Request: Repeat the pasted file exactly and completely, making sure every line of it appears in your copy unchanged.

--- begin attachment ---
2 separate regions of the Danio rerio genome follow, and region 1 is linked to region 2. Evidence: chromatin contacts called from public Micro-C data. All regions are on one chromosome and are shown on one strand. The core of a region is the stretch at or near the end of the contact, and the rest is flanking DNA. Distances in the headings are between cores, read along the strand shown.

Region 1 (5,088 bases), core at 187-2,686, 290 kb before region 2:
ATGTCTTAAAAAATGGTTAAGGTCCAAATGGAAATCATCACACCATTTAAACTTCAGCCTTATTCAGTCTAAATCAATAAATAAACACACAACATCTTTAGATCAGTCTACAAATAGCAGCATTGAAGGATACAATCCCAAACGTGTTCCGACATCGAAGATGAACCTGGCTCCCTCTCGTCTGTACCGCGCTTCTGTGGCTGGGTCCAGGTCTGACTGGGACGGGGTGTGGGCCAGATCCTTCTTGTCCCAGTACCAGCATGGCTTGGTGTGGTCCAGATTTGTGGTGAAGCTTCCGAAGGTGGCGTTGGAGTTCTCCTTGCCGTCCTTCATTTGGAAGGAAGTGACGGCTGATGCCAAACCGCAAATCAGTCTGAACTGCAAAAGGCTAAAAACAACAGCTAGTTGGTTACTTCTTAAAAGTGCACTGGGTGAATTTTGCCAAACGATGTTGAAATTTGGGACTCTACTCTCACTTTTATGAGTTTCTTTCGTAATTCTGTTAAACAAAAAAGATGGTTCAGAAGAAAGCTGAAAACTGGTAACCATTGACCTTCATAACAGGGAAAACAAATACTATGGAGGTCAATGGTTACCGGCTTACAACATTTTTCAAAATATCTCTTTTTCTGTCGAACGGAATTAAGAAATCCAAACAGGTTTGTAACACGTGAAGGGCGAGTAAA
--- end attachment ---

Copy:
2 separate regions of the Danio rerio genome follow, and region 1 is linked to region 2. Evidence: chromatin contacts called from public Micro-C data. All regions are on one chromosome and are shown on one strand. The core of a region is the stretch at or near the end of the contact, and the rest is flanking DNA. Distances in the headings are between cores, read along the strand shown.

Region 1 (5,088 bases), core at 187-2,686, 290 kb before region 2:
ATGTCTTAAAAAATGGTTAAGGTCCAAATGGAAATCATCACACCATTTAAACTTCAGCCTTATTCAGTCTAAATCAATAAATAAACACACAACATCTTTAGATCAGTCTACAAATAGCAGCATTGAAGGATACAATCCCAAACGTGTTCCGACATCGAAGATGAACCTGGCTCCCTCTCGTCTGTACCGCGCTTCTGTGGCTGGGTCCAGGTCTGACTGGGACGGGGTGTGGGCCAGATCCTTCTTGTCCCAGTACCAGCATGGCTTGGTGTGGTCCAGATTTGTGGTGAAGCTTCCGAAGGTGGCGTTGGAGTTCTCCTTGCCGTCCTTCATTTGGAAGGAAGTGACGGCTGATGCCAAACCGCAAATCAGTCTGAACTGCAAAAGGCTAAAAACAACAGCTAGTTGGTTACTTCTTAAAAGTGCACTGGGTGAATTTTGCCAAACGATGTTGAAATTTGGGACTCTACTCTCACTTTTATGAGTTTCTTTCGTAATTCTGTTAAACAAAAAAGATGGTTCAGAAGAAAGCTGAAAACTGGTAACCATTGACCTTCATAACAGGGAAAACAAATACTATGGAGGTCAATGGTTACCGGCTTACAACATTTTTCAAAATATCTCTTTTTCTGTCGAACGGAATTAAGAAATCCAAACAGGTTTGTAACACGTGAAGGGCGAGTAAA